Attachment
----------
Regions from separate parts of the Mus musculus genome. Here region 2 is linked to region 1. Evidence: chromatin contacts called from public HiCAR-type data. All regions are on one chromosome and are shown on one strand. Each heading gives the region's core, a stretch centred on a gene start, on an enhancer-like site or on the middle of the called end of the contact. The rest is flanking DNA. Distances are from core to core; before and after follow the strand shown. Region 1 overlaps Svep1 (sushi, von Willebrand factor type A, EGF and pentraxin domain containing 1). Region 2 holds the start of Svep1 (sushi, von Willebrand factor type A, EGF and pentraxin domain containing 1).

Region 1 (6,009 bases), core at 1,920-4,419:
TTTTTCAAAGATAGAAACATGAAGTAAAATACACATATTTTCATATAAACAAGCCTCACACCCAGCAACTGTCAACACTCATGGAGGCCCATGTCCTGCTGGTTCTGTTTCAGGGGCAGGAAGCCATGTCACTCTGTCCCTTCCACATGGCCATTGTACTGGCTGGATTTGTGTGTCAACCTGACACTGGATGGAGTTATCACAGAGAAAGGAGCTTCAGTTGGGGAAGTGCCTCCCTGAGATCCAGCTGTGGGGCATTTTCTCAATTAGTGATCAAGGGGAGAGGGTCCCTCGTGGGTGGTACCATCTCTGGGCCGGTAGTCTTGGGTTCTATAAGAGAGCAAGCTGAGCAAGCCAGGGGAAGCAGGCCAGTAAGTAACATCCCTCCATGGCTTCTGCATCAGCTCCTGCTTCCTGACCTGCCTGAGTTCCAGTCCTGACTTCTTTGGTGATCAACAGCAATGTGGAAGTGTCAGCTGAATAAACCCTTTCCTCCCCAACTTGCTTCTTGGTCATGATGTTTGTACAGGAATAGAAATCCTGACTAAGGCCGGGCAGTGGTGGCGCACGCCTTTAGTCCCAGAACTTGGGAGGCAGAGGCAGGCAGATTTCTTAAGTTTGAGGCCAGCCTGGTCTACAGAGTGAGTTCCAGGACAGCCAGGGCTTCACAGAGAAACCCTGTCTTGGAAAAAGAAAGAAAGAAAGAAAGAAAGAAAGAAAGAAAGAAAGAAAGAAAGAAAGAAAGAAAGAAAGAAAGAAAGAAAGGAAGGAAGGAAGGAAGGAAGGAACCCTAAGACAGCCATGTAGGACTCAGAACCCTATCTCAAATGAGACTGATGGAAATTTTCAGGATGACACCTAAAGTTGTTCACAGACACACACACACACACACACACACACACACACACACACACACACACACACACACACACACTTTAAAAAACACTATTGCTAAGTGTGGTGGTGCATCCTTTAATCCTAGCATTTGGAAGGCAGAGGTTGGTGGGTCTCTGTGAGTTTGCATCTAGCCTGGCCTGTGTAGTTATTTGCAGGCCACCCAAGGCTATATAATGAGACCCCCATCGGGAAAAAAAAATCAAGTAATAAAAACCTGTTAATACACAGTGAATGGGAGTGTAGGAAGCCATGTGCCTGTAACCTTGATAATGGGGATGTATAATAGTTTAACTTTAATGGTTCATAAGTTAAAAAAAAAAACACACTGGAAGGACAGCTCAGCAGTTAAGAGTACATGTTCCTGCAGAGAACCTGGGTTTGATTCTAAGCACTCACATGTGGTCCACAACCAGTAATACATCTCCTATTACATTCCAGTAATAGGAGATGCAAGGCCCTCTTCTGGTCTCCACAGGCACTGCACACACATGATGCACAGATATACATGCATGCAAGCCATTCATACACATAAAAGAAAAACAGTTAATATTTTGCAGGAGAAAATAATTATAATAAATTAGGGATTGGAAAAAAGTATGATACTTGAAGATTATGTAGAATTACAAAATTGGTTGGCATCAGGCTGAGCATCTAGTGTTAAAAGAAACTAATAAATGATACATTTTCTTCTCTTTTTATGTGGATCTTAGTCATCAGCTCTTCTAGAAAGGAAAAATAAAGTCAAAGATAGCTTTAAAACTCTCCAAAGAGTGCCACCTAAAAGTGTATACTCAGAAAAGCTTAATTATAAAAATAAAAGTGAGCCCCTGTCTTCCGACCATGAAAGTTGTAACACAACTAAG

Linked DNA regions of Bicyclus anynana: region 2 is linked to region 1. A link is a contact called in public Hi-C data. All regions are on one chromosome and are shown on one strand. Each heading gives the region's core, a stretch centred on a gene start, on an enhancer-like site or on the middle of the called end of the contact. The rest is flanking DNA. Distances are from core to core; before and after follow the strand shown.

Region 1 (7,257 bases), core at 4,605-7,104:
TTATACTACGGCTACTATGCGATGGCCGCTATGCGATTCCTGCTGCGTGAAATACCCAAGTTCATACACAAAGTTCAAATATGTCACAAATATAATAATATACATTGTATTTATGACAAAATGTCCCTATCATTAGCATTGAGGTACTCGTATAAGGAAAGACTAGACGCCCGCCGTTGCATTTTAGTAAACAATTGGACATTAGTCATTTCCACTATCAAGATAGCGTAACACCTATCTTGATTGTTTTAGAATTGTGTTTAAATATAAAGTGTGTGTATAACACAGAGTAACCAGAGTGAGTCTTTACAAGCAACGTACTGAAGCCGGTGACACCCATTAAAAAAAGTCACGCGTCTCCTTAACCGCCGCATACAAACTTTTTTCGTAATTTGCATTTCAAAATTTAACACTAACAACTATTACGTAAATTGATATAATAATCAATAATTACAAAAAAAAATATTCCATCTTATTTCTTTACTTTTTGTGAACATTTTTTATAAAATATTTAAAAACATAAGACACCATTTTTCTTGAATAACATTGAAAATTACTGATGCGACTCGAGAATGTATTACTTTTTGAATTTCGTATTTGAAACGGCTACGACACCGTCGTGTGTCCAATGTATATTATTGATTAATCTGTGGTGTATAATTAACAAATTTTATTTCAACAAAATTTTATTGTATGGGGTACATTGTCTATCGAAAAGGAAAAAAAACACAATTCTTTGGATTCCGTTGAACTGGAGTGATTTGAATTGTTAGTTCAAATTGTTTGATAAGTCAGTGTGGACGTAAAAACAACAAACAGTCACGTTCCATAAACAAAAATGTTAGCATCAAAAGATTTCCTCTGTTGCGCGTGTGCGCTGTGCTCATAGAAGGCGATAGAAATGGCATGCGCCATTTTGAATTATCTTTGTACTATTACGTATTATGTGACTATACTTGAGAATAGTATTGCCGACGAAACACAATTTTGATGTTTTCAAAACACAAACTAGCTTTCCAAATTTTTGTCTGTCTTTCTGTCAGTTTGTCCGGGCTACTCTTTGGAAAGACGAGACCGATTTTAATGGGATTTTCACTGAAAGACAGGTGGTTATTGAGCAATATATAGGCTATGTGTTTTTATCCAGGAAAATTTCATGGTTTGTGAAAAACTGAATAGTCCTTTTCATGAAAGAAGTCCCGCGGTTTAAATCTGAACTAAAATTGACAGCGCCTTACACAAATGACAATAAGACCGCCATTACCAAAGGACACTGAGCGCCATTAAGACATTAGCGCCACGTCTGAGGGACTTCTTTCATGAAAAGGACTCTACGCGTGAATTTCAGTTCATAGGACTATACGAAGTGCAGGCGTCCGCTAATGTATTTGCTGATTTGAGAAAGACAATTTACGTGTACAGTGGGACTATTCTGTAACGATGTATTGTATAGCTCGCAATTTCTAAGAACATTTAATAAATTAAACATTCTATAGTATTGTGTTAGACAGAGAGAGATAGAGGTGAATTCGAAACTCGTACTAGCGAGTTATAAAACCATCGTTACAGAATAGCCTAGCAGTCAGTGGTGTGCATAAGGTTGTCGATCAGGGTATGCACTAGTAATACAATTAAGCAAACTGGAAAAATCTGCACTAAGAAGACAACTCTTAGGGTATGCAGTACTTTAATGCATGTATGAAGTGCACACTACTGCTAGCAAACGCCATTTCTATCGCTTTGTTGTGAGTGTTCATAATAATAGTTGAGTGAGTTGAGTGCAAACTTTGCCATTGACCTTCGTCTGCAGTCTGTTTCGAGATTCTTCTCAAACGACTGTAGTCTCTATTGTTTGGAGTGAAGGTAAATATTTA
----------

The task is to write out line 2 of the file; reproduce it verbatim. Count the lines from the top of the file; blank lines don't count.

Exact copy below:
Region 1 (6,009 bases), core at 1,920-4,419: